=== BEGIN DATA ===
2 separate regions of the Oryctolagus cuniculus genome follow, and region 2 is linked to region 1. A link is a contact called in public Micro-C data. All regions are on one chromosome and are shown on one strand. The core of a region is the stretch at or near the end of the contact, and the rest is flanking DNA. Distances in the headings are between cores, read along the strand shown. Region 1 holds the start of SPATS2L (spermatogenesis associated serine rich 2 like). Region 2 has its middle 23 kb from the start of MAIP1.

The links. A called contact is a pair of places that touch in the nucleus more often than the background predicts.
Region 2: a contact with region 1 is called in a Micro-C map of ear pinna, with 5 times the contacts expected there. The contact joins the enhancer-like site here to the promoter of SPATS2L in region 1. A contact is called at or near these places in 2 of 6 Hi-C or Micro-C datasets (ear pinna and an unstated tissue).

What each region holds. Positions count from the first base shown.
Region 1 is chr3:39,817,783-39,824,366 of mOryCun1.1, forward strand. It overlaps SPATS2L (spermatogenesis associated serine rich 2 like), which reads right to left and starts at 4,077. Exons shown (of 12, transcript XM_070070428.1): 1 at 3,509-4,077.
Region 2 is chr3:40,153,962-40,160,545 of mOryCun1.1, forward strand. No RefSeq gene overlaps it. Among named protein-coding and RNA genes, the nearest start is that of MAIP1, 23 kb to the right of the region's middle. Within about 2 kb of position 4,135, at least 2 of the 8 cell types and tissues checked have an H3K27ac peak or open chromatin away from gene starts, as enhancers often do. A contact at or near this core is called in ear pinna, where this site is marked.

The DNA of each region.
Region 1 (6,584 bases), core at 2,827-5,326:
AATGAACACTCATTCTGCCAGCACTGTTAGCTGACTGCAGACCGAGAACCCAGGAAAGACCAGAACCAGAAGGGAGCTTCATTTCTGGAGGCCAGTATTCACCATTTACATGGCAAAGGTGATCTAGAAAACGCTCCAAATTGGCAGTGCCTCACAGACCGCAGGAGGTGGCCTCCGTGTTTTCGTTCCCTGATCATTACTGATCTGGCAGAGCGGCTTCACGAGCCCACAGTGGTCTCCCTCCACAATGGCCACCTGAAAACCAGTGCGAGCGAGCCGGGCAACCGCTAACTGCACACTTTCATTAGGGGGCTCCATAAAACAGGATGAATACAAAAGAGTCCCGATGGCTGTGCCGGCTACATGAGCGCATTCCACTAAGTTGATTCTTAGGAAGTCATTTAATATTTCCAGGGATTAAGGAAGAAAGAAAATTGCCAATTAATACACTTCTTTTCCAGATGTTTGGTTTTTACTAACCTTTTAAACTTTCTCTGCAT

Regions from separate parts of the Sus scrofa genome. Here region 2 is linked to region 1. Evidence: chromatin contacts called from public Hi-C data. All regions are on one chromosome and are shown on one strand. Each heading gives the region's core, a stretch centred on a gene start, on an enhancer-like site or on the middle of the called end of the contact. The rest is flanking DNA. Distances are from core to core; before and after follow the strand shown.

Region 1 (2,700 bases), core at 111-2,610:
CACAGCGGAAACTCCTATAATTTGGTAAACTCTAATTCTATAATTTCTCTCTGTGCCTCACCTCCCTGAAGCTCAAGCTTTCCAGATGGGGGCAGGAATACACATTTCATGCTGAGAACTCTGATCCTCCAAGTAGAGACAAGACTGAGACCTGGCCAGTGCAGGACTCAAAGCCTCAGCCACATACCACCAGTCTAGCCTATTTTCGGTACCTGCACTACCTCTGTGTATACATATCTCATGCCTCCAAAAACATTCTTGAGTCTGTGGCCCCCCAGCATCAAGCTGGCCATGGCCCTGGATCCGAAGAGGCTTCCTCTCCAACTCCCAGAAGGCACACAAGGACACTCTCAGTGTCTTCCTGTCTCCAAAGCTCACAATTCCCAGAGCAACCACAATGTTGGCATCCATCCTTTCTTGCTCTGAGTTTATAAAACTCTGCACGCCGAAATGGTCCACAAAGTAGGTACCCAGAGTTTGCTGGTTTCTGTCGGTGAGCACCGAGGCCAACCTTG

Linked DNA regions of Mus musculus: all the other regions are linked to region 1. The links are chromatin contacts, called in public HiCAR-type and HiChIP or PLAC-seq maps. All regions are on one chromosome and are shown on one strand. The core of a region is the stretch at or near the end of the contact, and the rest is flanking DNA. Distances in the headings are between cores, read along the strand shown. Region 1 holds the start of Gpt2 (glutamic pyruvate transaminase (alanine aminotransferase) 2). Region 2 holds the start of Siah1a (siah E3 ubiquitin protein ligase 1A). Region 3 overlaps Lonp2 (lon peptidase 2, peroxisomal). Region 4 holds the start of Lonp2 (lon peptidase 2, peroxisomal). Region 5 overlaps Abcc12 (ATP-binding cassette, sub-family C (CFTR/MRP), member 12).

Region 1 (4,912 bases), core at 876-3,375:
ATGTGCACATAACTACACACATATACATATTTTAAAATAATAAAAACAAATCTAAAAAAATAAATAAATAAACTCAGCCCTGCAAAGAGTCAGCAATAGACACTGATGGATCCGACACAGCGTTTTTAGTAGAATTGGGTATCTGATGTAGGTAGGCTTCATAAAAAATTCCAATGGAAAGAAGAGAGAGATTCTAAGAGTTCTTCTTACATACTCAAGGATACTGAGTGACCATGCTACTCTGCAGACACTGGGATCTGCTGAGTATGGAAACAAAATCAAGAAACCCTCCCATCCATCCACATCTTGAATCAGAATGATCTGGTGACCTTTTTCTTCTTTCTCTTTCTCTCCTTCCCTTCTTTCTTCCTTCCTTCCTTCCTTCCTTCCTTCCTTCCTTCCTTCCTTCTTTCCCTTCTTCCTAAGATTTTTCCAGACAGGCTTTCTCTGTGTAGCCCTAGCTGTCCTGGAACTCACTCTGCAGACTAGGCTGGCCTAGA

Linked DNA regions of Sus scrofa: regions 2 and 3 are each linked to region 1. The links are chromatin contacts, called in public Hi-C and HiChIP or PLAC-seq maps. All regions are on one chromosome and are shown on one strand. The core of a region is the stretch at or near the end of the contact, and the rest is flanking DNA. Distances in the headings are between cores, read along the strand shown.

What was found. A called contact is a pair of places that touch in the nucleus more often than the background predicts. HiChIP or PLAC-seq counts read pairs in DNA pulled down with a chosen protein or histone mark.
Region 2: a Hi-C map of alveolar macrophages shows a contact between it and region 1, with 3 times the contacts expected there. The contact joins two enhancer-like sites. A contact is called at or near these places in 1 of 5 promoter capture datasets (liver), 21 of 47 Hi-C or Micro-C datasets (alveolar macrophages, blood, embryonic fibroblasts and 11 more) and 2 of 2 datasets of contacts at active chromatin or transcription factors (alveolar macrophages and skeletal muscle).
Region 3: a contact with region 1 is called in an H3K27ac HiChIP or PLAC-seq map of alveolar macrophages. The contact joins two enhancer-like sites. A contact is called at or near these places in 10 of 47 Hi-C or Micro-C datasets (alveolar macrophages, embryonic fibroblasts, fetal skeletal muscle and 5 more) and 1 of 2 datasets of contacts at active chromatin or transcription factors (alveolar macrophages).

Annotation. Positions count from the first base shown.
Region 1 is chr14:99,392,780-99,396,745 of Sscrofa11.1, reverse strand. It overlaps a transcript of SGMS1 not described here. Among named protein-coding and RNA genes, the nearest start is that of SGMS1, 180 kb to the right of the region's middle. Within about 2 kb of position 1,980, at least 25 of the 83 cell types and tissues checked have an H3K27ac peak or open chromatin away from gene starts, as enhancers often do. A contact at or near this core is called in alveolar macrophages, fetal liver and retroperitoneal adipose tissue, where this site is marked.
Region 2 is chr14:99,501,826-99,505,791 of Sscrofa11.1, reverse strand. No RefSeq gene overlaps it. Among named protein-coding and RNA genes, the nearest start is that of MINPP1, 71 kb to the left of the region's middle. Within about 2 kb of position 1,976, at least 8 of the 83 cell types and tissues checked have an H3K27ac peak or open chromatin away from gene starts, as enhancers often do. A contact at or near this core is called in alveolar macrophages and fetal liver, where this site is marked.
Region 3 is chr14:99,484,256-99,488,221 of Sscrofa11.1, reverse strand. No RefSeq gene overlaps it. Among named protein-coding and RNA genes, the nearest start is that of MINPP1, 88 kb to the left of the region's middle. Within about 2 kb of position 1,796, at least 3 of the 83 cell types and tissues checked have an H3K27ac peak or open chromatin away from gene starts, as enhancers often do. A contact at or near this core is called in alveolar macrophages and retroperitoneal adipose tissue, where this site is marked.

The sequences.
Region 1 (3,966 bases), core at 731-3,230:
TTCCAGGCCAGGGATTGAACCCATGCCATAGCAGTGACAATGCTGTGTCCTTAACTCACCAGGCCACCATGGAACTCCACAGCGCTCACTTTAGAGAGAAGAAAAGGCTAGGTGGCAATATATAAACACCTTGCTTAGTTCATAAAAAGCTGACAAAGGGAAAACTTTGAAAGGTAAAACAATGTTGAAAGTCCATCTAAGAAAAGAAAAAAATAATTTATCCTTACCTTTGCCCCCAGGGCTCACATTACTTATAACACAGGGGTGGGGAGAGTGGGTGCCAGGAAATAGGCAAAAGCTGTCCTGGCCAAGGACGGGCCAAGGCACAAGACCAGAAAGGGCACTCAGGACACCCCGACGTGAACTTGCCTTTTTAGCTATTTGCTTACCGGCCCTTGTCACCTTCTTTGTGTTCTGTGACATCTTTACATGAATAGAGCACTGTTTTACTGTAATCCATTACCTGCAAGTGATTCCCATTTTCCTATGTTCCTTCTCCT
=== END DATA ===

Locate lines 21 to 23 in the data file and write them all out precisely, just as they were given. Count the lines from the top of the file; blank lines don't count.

Region 1 is chr14:99,392,780-99,396,745 of Sscrofa11.1, reverse strand. It overlaps a transcript of SGMS1 not described here. Among named protein-coding and RNA genes, the nearest start is that of SGMS1, 180 kb to the right of the region's middle. Within about 2 kb of position 1,980, at least 25 of the 83 cell types and tissues checked have an H3K27ac peak or open chromatin away from gene starts, as enhancers often do. A contact at or near this core is called in alveolar macrophages, fetal liver and retroperitoneal adipose tissue, where this site is marked.
Region 2 is chr14:99,501,826-99,505,791 of Sscrofa11.1, reverse strand. No RefSeq gene overlaps it. Among named protein-coding and RNA genes, the nearest start is that of MINPP1, 71 kb to the left of the region's middle. Within about 2 kb of position 1,976, at least 8 of the 83 cell types and tissues checked have an H3K27ac peak or open chromatin away from gene starts, as enhancers often do. A contact at or near this core is called in alveolar macrophages and fetal liver, where this site is marked.
Region 3 is chr14:99,484,256-99,488,221 of Sscrofa11.1, reverse strand. No RefSeq gene overlaps it. Among named protein-coding and RNA genes, the nearest start is that of MINPP1, 88 kb to the left of the region's middle. Within about 2 kb of position 1,796, at least 3 of the 83 cell types and tissues checked have an H3K27ac peak or open chromatin away from gene starts, as enhancers often do. A contact at or near this core is called in alveolar macrophages and retroperitoneal adipose tissue, where this site is marked.